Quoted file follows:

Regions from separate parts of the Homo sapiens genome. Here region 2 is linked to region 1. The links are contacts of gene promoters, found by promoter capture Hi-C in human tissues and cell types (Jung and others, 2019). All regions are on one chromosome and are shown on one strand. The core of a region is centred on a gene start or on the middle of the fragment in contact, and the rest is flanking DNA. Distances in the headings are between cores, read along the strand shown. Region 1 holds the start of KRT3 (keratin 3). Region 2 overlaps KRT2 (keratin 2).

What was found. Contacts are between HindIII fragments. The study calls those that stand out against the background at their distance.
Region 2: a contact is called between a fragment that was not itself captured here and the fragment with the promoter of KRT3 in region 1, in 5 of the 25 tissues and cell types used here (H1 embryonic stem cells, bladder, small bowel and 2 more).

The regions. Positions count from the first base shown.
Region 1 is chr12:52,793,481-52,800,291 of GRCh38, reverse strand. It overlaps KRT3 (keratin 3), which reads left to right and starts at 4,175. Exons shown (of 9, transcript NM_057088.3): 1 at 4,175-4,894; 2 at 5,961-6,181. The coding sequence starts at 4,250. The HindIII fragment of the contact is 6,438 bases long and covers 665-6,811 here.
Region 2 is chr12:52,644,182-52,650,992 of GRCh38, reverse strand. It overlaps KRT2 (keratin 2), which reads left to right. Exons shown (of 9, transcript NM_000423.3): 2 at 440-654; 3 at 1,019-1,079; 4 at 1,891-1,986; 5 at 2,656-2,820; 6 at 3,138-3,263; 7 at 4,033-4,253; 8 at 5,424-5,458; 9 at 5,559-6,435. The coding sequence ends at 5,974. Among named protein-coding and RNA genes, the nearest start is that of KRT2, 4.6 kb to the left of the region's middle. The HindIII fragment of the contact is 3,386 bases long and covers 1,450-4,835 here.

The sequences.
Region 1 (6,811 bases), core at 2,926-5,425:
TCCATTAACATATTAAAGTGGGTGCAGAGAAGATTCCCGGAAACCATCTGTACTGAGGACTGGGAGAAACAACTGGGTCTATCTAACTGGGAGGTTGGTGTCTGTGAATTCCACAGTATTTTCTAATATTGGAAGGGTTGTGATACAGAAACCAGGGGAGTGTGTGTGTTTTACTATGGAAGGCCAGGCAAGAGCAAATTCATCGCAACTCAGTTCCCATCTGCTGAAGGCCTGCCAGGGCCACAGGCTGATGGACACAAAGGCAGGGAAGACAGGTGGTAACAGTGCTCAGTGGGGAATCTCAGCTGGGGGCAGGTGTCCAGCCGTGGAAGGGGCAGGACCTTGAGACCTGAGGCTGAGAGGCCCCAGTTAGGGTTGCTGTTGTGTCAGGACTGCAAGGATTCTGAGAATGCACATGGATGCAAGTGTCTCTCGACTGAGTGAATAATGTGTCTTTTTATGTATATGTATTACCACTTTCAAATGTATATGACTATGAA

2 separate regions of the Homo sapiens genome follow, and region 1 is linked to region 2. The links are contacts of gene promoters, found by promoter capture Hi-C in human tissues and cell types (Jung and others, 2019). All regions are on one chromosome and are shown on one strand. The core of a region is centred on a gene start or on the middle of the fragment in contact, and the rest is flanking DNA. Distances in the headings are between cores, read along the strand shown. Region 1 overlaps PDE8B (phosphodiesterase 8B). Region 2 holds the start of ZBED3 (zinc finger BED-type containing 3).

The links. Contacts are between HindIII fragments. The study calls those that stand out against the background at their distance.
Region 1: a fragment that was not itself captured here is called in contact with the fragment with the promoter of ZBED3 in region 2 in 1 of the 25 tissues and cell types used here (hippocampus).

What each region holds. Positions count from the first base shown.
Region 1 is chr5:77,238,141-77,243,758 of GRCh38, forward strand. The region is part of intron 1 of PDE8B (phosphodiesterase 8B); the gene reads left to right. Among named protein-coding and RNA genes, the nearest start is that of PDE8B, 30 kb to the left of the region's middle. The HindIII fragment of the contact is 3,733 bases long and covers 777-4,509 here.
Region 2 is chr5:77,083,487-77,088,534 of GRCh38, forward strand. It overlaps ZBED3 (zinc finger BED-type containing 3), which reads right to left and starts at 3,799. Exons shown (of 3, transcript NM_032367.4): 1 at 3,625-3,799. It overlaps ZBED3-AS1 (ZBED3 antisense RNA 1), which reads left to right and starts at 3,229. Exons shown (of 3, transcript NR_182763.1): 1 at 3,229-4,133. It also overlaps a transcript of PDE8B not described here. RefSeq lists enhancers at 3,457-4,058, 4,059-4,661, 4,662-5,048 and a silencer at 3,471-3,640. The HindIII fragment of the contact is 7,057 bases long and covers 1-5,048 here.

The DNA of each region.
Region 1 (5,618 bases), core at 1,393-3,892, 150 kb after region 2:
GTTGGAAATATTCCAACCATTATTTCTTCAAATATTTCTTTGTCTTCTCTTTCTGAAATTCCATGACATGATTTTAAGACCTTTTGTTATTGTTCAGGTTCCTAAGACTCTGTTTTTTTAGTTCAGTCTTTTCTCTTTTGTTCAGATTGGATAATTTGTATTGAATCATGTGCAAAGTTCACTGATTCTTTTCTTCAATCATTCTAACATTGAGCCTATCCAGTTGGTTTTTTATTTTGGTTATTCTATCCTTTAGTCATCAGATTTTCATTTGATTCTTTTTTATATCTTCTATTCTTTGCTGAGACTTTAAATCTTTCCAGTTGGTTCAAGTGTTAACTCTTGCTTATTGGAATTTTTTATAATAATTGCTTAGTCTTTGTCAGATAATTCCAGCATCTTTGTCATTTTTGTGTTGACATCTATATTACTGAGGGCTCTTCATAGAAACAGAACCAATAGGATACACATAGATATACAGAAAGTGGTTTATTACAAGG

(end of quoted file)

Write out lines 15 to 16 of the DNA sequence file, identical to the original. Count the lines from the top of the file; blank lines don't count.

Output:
Region 2 is chr5:77,083,487-77,088,534 of GRCh38, forward strand. It overlaps ZBED3 (zinc finger BED-type containing 3), which reads right to left and starts at 3,799. Exons shown (of 3, transcript NM_032367.4): 1 at 3,625-3,799. It overlaps ZBED3-AS1 (ZBED3 antisense RNA 1), which reads left to right and starts at 3,229. Exons shown (of 3, transcript NR_182763.1): 1 at 3,229-4,133. It also overlaps a transcript of PDE8B not described here. RefSeq lists enhancers at 3,457-4,058, 4,059-4,661, 4,662-5,048 and a silencer at 3,471-3,640. The HindIII fragment of the contact is 7,057 bases long and covers 1-5,048 here.

The DNA of each region.